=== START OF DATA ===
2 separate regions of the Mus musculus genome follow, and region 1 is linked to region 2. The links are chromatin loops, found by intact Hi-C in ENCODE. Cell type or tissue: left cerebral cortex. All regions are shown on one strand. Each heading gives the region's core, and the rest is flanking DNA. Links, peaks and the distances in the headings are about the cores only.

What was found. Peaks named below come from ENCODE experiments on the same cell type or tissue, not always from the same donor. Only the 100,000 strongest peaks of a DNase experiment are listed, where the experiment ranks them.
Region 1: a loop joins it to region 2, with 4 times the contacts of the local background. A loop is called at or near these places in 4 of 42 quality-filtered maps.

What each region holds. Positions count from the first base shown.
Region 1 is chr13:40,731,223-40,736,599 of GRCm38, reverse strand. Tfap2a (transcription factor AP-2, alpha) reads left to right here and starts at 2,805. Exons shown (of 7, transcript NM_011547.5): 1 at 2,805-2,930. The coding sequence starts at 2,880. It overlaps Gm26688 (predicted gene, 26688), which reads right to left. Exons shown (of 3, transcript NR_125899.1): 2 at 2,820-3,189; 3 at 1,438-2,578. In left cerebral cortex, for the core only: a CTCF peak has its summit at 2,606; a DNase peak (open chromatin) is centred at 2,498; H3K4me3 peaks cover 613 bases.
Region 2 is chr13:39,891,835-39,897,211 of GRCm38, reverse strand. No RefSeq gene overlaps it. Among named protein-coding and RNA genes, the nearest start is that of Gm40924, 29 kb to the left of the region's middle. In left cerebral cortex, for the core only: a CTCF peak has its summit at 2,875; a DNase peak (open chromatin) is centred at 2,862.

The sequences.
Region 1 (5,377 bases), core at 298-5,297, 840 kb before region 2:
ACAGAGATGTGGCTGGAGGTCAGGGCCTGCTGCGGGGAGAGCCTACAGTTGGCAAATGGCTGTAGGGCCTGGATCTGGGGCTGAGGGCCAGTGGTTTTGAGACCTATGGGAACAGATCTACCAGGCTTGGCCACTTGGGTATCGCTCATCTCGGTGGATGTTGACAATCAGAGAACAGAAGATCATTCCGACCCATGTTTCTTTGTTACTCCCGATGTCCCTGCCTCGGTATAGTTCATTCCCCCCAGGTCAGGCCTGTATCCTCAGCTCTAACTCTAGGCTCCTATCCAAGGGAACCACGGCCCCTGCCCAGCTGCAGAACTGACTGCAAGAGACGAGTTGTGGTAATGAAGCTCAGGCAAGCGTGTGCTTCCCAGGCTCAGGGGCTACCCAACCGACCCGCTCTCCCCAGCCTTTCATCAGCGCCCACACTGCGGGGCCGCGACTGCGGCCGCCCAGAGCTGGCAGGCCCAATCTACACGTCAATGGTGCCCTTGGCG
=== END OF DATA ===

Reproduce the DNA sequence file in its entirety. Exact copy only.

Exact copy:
2 separate regions of the Mus musculus genome follow, and region 1 is linked to region 2. The links are chromatin loops, found by intact Hi-C in ENCODE. Cell type or tissue: left cerebral cortex. All regions are shown on one strand. Each heading gives the region's core, and the rest is flanking DNA. Links, peaks and the distances in the headings are about the cores only.

What was found. Peaks named below come from ENCODE experiments on the same cell type or tissue, not always from the same donor. Only the 100,000 strongest peaks of a DNase experiment are listed, where the experiment ranks them.
Region 1: a loop joins it to region 2, with 4 times the contacts of the local background. A loop is called at or near these places in 4 of 42 quality-filtered maps.

What each region holds. Positions count from the first base shown.
Region 1 is chr13:40,731,223-40,736,599 of GRCm38, reverse strand. Tfap2a (transcription factor AP-2, alpha) reads left to right here and starts at 2,805. Exons shown (of 7, transcript NM_011547.5): 1 at 2,805-2,930. The coding sequence starts at 2,880. It overlaps Gm26688 (predicted gene, 26688), which reads right to left. Exons shown (of 3, transcript NR_125899.1): 2 at 2,820-3,189; 3 at 1,438-2,578. In left cerebral cortex, for the core only: a CTCF peak has its summit at 2,606; a DNase peak (open chromatin) is centred at 2,498; H3K4me3 peaks cover 613 bases.
Region 2 is chr13:39,891,835-39,897,211 of GRCm38, reverse strand. No RefSeq gene overlaps it. Among named protein-coding and RNA genes, the nearest start is that of Gm40924, 29 kb to the left of the region's middle. In left cerebral cortex, for the core only: a CTCF peak has its summit at 2,875; a DNase peak (open chromatin) is centred at 2,862.

The sequences.
Region 1 (5,377 bases), core at 298-5,297, 840 kb before region 2:
ACAGAGATGTGGCTGGAGGTCAGGGCCTGCTGCGGGGAGAGCCTACAGTTGGCAAATGGCTGTAGGGCCTGGATCTGGGGCTGAGGGCCAGTGGTTTTGAGACCTATGGGAACAGATCTACCAGGCTTGGCCACTTGGGTATCGCTCATCTCGGTGGATGTTGACAATCAGAGAACAGAAGATCATTCCGACCCATGTTTCTTTGTTACTCCCGATGTCCCTGCCTCGGTATAGTTCATTCCCCCCAGGTCAGGCCTGTATCCTCAGCTCTAACTCTAGGCTCCTATCCAAGGGAACCACGGCCCCTGCCCAGCTGCAGAACTGACTGCAAGAGACGAGTTGTGGTAATGAAGCTCAGGCAAGCGTGTGCTTCCCAGGCTCAGGGGCTACCCAACCGACCCGCTCTCCCCAGCCTTTCATCAGCGCCCACACTGCGGGGCCGCGACTGCGGCCGCCCAGAGCTGGCAGGCCCAATCTACACGTCAATGGTGCCCTTGGCG